For students with learning differences, the process might look a little different. Instead of a traditional open house, Center School offers personalized tours. Tiffany Getz, Director of Admissions, believes this is “the best way to get to know Center School.” It’s also especially important to make sure your questions are being answered. “We recommend parents create a list of questions to ask the schools that they are considering so that they can equally compare and see what services and programs each school can provide their child and their unique learning style,” Getz says.
If you like what you see (and hear) at the open house, it’s time to follow up with your top-choice schools as you narrow your list. Sacred Heart Academy’s Hart recommends revisiting the school’s website: “It makes more sense after you’ve been here.”
This is also the time to talk to current parents and students. Ask around to friends and family, whose day-to-day experiences can paint a fuller picture of what the school is like. If you don’t have any personal connections, schools are happy to put you in touch with parents. For instance, Tatnall School’s website has a feature that helps put prospective families in touch with Tatnall parents. “We often find the deciding factor for a parent is connecting directly with other parents about their personal experience and engaging with our students,” says Alissa McGrisken, Director of Enrollment & Financial Assistance. “The ‘Connect with a Parent’ offers them an outlet without feeling like they have to go through us. It makes it feel more authentic.”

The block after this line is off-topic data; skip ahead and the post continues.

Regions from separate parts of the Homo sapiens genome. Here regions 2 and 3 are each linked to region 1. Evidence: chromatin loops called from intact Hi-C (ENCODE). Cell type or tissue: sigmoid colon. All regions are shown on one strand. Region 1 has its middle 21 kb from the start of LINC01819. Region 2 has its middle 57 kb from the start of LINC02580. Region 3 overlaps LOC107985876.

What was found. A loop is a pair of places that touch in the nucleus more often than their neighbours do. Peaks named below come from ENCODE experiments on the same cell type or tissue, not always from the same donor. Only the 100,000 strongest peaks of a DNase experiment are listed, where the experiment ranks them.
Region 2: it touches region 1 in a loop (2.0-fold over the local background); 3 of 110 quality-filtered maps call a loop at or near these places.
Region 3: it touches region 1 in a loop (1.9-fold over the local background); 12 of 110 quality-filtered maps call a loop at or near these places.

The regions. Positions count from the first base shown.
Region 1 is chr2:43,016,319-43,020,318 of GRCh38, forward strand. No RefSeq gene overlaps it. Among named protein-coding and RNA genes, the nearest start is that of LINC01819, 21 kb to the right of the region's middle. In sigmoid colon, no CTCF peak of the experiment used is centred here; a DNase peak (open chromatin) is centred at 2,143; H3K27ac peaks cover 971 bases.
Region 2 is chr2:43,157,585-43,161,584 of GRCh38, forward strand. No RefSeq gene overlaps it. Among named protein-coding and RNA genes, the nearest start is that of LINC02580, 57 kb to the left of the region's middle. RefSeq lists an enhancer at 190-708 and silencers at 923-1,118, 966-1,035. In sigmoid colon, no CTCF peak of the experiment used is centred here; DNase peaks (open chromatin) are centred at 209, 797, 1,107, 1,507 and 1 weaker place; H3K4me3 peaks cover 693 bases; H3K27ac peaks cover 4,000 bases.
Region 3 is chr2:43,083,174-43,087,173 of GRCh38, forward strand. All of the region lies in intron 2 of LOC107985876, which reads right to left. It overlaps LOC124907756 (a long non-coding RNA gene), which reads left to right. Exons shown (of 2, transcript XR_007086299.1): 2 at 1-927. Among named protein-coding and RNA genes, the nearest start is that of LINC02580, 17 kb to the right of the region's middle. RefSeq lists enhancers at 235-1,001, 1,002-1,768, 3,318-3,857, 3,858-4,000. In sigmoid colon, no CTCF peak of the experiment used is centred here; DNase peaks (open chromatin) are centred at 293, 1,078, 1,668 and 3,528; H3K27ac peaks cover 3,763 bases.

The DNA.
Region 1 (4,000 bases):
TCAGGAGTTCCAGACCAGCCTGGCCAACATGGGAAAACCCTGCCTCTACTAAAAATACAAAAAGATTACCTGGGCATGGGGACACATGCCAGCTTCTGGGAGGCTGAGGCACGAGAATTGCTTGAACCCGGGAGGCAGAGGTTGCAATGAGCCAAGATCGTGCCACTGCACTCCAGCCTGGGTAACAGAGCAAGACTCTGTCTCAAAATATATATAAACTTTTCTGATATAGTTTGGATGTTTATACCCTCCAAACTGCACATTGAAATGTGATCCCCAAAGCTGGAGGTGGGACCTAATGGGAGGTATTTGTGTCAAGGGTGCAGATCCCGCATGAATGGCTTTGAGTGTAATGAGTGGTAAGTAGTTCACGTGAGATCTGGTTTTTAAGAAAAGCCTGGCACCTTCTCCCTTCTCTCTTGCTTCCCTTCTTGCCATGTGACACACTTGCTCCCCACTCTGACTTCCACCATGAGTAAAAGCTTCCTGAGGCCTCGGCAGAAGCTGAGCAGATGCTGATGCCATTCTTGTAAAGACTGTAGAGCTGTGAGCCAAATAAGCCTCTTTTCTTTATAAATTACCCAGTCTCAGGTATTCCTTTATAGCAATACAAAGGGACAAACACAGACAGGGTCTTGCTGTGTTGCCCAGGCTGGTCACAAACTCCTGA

Your next step is often to return to campus. Beyond open houses, many schools offer more opportunities to get to know them better. Kimberton-Waldorf School opens up their classrooms for Discover events. These “are the best ways for students and families to see classes in action, meet teachers and dive into the philosophy of Waldorf education with administrators,” says Lilli Foster, Director of Enrollment. In addition to admissions events, Foster says, “Attending events like our school musical, winter fair or basketball games is a great way to get to know our lively campus and community.”